The newspaper reported that the heinous criminals insulted the judges by making statements that were aired on TV, radio, social media or in other disfavored publications. Now the court did not deign to ignore these demeaning comments or to call for the miscreants to tug vigorously on their forelocks. Oh no. The defendants received 3 years in prison and were fined up to one million Egyptian pounds ($56,270 US).
Each defendant was also ordered to pay one million Egyptian pounds to each of the judges of the powerful union known as The Judges Club. Now I would never advocate for such a response against anyone who had the temerity to publicly disagree with my rulings. However, a few hours in the stocks on the courthouse campus might be considered or parading around the courthouse wearing sackcloth and ashes or maybe a few public recitations of “Judge Redwine is Solomon” or, well, you get the idea.
Actually, it is events such as those in Egypt that truly show what a blessing it is to be in a country where CNN, MSNBC, The NY Times, The Washington Post, FOX News, Breitbart and many other publications can spew their invective against anyone from the Supreme Court to even a court in Posey County, Indiana without fear of being jailed.
Instead of just worrying about the current protestors in our enemy Iran perhaps we should address the draconian pronouncements of offended judges in countries such as our friends in Egypt and elsewhere. The injured sensibilities of some pompous plutocrat may lead to far greater harm to the public than their unfair judgments that get publicly condemned.
Before the scales fell from my eyes my big sister would use me as a test subject for her early cooking experiments. In the summers before I started first grade Janie would order me to sit at an imaginary table and eat what Janie imagined to be food. The table was actually the sun-baked Oklahoma dirt and the food was pies she mixed up using that same dirt, water from a garden hose and bird eggs she stole from furious sparrows. Actually the mud pies tasted about as good as some of our neighbor lady’s homemade lye soap Janie also told me was fudge.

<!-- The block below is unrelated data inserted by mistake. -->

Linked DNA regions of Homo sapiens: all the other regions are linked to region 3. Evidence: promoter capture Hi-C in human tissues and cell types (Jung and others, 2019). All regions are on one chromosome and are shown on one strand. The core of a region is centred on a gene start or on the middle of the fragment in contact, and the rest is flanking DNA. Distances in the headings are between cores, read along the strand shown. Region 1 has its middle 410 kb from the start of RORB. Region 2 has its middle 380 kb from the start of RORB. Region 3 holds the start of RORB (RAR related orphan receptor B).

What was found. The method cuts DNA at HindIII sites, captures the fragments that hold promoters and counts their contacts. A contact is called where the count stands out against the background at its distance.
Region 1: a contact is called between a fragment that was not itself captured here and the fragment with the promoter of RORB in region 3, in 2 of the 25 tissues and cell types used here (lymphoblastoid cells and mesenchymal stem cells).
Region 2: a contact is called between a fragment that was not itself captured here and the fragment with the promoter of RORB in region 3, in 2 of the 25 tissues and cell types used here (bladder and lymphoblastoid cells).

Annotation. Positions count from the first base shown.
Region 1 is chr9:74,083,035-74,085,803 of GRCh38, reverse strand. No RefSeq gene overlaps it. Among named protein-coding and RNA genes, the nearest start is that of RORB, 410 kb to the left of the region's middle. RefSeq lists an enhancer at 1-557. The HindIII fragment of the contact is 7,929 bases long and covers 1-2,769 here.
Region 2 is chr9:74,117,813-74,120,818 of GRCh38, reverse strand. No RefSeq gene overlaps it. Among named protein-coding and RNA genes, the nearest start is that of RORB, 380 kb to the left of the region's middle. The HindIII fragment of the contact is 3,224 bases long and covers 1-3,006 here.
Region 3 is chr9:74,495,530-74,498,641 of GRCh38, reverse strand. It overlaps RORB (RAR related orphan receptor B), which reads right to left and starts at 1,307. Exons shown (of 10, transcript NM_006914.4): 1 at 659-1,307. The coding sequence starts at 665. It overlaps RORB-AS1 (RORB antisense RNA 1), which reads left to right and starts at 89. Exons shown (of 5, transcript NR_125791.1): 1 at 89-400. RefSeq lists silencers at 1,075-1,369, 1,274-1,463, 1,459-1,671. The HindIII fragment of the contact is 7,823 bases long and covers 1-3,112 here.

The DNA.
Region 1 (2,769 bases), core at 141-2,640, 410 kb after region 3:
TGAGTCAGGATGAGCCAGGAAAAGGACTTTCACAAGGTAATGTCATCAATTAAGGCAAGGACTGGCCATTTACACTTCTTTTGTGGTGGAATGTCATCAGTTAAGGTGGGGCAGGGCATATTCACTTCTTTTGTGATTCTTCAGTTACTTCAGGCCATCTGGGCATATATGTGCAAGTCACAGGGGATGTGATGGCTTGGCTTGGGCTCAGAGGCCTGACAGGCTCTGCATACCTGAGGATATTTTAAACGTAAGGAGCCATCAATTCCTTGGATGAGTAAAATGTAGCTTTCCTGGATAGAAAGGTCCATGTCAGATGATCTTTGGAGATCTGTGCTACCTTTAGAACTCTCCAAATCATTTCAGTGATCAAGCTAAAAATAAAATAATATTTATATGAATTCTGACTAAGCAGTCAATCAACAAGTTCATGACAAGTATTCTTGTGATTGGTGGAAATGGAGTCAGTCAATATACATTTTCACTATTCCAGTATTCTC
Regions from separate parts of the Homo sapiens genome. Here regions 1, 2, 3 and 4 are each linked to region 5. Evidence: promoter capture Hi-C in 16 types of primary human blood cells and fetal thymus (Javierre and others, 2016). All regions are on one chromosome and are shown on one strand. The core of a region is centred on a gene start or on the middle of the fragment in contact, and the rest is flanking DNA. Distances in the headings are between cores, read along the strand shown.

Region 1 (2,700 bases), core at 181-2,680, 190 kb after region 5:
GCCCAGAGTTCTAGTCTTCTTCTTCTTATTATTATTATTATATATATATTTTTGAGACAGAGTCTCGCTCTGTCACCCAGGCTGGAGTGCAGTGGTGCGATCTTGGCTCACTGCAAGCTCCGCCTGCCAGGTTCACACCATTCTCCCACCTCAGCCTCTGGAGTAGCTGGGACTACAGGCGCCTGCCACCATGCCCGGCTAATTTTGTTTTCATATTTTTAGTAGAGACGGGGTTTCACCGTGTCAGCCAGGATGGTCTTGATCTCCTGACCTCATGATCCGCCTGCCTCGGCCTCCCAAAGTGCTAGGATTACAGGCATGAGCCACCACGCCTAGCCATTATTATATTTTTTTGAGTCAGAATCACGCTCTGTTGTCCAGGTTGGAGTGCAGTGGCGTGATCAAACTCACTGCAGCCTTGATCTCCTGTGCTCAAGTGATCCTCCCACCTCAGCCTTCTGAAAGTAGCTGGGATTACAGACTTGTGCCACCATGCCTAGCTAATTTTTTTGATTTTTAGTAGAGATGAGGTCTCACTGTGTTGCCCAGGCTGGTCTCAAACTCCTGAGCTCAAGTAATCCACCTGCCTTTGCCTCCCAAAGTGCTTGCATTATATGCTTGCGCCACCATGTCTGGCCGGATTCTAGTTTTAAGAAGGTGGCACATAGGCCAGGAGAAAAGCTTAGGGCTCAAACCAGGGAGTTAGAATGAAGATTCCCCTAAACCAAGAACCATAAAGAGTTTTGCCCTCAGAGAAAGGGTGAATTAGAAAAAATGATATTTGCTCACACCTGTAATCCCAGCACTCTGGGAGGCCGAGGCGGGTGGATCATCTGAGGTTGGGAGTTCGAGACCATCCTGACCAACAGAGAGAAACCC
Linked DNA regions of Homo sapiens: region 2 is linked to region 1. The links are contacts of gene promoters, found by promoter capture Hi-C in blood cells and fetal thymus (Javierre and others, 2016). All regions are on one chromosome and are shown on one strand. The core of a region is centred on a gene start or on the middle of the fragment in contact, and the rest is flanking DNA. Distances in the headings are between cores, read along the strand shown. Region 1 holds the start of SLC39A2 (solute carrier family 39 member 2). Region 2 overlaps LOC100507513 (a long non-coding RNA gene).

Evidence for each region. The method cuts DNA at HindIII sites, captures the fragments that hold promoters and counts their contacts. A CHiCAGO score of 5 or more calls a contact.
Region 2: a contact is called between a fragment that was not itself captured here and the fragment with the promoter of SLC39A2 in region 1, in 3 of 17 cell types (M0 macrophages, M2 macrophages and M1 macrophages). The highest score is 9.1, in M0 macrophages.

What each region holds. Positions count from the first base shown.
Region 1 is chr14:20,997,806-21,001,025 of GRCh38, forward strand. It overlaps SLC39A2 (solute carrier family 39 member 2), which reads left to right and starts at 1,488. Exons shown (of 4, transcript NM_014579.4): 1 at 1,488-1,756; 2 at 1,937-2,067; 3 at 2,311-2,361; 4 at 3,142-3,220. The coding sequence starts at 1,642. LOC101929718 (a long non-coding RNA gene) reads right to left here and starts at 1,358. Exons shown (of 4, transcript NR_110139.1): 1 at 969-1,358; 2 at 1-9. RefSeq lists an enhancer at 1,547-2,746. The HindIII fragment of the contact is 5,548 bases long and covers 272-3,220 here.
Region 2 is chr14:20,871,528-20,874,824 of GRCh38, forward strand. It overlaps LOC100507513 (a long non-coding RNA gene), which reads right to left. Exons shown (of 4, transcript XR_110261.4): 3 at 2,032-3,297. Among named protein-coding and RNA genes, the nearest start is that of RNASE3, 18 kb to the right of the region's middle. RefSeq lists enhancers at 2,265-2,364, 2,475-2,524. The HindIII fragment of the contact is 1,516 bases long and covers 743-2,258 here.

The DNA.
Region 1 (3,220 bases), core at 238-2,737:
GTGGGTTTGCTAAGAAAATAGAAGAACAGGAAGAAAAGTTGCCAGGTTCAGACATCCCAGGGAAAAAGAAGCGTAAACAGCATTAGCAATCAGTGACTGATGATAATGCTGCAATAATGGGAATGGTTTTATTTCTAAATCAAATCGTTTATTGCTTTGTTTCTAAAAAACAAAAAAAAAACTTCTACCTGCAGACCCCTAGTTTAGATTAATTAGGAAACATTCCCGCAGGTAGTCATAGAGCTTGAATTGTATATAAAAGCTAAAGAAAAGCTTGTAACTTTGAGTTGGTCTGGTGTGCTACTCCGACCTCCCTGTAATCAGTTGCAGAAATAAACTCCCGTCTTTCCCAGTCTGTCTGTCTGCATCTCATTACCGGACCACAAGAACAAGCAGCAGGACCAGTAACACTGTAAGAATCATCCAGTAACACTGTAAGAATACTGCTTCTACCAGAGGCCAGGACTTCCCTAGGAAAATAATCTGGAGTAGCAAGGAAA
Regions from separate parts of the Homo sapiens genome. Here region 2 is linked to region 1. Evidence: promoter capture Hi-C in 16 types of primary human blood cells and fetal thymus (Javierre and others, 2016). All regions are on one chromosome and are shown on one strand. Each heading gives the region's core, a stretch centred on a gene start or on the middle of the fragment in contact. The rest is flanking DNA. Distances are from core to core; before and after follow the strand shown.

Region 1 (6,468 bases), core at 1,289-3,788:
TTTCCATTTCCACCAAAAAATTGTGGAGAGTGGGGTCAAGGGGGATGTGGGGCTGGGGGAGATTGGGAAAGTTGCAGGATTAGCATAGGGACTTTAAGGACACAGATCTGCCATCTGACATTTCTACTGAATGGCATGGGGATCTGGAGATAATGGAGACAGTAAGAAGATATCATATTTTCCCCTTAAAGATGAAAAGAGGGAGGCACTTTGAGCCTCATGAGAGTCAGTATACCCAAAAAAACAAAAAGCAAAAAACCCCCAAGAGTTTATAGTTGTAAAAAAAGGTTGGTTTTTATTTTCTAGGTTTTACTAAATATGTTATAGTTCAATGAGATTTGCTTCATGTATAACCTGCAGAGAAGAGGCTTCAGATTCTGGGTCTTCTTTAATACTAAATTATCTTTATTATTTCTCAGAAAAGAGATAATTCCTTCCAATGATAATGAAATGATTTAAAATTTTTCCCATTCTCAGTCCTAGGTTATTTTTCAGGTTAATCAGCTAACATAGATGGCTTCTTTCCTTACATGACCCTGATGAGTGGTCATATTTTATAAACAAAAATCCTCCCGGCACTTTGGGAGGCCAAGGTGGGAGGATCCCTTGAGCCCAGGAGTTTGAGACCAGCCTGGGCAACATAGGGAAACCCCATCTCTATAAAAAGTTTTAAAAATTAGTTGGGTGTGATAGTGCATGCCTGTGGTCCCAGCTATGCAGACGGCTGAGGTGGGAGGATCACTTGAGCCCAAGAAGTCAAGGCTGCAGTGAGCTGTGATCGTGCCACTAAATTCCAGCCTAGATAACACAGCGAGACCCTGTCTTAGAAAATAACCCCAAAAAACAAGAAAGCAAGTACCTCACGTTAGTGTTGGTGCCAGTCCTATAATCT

As I matriculated to grade school Janie was involved in Home Economics in high school. Now her cooking was for credit and as she was always our parents’ favorite I and our other two brothers were expected to test her culinary concoctions and rave about them. This was hard to do when most of what she tried to feed me got slipped to the dog under the table. I particularly remember being force fed something Janie called orangey coated biscuits. The dog had a problem for three days.
Now before you conclude I blame my sister for my addiction to packaged foods let me say Janie somehow managed to make herself into a fine gourmet cook – after she left home! Her erstwhile mud pies are now delicious brownies and her ghastly orange biscuits are now wonderful home baked breads. Of course, since I only get her current creations as Christmas gifts, she has quite a bit more to atone for.